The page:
All of this has resulted in Russia moving to expand its military might. In August 2007, Russia conducted [14] large-scale war games with China and the Central Asian states under the Shanghai Cooperation Organisation (SCO). These games were widely interpreted as a warning sent by both Russia and China to America and as a show of strength against the Americans. Putin also ordered the resumption [15] by Russian long-range bombers of patrols around the world, with the bombers being armed with nuclear missiles. These bombers will now resume the Soviet practice of flying in the Atlantic and Pacific Oceans. As a reminder of the Cold War, the Russian bombers also flew close to the US military base of Guam in the Pacific. The latest development is that Russia has announced [16] an increased defence budget of $200 billion to modernise its military forces.

It is clear to see that Russia is once again in conflict with the West on a range of political and economic fronts. Upon analysis of the events up to date, it is apparent that this is not a new fight. Rather this is an old struggle with a new reality, with each nation having its actions dictated by its own interests. After the collapse of the Soviet Union Russia became weak because it lost a political system to guide it. For the next 16 years Russia was in turmoil until Vladimir Putin succeeded in restoring stability to Russia’s political landscape. Russia growing power and influence is directly related to the fact that under Putin, the power and authority of the central government has been increasing as decision-making has becoming more centralised. It has been further consolidated by a worldwide boom in oil and gas prices, which have helped to stabilise Russia’s economy and provide it with funds to modernise. Russia knows that to be heard politically in the world you need to have a strong military, and it is due to this it has been upgrading its armed forces.

It is clear from even a brief study of the reality today that the hearts of the world nations are divided. Each follows their own interests, and uses the political tools, influence and natural resources at its disposal to achieve its objectives. As Russia was driving out British oil companies, it was inviting [17] the French oil company Total to work with it. Russia is using its natural resources to divide Western nations and to break their unity and resolve against it.

The re-emergence of Russia as a world power is good news for the re-establishment of the imminent Khilafah. Though Russia is also a tyrant nation, which has shed much blood of innocent Muslims in Chechnya and other places, its rise will serve to break America’s grip on the world. Adding to this the rise of China, the world is moving away from a situation where America was reigning supreme to a multi-polar world where many powers serve to balance and limit each other. Previously the nations of the world could be directed by America in a certain direction, now they will be spilt between the various camps, with their interests also being split. This would mean that not only would any future Khilafah State be in a better position to negotiate, form alliances/treaties and play these states against each other but also that these states would have to divert their attention and resources away from the Khilafah and to each other.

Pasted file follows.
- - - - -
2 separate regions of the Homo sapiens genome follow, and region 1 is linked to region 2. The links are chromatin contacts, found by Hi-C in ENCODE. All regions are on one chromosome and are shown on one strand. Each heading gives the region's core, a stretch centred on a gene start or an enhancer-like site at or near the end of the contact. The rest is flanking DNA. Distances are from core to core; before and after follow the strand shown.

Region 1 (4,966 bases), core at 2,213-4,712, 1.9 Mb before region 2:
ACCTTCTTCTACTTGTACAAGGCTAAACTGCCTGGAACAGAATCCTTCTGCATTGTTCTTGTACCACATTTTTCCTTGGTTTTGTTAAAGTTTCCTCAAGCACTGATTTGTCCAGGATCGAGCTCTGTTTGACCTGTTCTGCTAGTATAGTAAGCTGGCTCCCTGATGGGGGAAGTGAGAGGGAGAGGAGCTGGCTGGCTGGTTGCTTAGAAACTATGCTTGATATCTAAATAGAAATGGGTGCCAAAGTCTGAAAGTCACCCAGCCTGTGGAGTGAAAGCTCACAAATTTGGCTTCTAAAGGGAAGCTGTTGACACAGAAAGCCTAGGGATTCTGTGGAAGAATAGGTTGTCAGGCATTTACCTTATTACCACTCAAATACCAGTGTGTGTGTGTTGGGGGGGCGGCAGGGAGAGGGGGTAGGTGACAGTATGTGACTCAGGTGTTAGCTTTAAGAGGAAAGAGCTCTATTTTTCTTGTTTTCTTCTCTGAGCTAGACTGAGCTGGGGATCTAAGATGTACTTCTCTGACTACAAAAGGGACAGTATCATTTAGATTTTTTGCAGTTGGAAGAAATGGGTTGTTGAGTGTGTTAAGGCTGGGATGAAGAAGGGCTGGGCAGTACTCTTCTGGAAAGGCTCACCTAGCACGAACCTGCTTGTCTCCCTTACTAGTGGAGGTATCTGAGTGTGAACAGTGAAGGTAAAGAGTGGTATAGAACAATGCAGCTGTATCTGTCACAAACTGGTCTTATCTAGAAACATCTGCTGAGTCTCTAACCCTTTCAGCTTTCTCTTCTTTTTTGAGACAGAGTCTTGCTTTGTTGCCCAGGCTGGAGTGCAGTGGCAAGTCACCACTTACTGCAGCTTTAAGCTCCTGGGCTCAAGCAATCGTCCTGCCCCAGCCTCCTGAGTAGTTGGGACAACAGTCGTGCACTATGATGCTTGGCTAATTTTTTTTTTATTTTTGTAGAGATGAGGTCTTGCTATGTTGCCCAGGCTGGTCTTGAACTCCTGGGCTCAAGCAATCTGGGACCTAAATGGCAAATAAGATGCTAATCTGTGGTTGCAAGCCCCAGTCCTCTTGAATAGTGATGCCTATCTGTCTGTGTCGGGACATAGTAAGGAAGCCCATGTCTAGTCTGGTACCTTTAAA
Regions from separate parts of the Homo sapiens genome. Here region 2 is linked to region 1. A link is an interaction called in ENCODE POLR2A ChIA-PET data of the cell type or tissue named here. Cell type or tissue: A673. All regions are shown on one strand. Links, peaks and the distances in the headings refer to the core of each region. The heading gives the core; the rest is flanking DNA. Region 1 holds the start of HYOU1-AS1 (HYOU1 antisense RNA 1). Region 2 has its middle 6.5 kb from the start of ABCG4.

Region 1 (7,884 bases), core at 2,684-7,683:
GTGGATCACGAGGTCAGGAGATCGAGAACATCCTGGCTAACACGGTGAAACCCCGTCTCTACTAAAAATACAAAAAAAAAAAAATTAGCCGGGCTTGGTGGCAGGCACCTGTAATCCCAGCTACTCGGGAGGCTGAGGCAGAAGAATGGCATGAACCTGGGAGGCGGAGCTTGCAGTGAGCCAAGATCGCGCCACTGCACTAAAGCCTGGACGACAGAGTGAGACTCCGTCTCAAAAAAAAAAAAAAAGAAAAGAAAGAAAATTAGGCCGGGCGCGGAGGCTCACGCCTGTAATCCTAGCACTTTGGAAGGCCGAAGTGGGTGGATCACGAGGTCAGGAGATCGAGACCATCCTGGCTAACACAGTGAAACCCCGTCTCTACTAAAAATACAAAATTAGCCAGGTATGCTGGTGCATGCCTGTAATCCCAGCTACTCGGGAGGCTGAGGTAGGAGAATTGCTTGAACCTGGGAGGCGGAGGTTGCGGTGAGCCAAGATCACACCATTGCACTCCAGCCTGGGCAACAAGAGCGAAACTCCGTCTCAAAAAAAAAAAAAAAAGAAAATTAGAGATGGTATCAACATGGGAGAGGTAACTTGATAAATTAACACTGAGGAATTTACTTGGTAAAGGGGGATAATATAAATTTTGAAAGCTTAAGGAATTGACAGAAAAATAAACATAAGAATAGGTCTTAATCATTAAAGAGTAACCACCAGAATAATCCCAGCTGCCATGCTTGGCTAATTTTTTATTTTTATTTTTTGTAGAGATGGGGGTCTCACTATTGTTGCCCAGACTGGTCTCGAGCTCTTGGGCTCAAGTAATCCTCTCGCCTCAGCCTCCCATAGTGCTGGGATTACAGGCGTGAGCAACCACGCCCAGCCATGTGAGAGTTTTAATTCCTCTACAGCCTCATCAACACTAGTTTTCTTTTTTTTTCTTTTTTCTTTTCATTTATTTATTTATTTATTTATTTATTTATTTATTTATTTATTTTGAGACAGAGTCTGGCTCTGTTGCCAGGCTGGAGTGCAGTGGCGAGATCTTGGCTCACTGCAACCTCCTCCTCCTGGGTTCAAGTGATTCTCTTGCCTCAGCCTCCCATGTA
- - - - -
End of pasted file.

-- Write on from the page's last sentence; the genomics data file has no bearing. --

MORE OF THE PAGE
This is the reality of the world, where only interests dictate the actions of States. There is no such thing as permanent friends or enemies for a State. It is a myth that any future Khilafah State would be attacked by all the nations of the world as soon as it is re-established, by Allah (swt) leave. The nations of the world will be forced to recognise it as a legitimate State, if for nothing else but for the western nations to continue their business and trade, as well as exploring new opportunities in the Khilafah. Just as today Russia is projecting its profile via its immense resources to raise its political position in the world despite nations like America detesting it, so too will the Khilafah perform similar political manoeuvres to achieve its objectives.
Originally Published Oct 2007

The Crisis between Russia and Georgia

August 15, 2008

The Crisis between Russia and Georgia

Many of us are still digesting the news of the conflict in the Caucasus. Ossetia and Abkhazia sound like names taken out of a James Bond script, but they are very real places, and we better take heed of the history and politics of this region – because the stakes could not be higher. Is this the sign that Russian bear is increasingly developing its position in the world as a lgreat power? Where is it re-asserting its sphere of influence?  What will America’s response be,  especially since Georgia is an American ally and would not have begun its exercise without tacit approval from Washington. How will the CIS states respond? How pivotal is the BTC line to all this? Will this mean something for the Middle East? Here are a few articles already noticed about the conflict: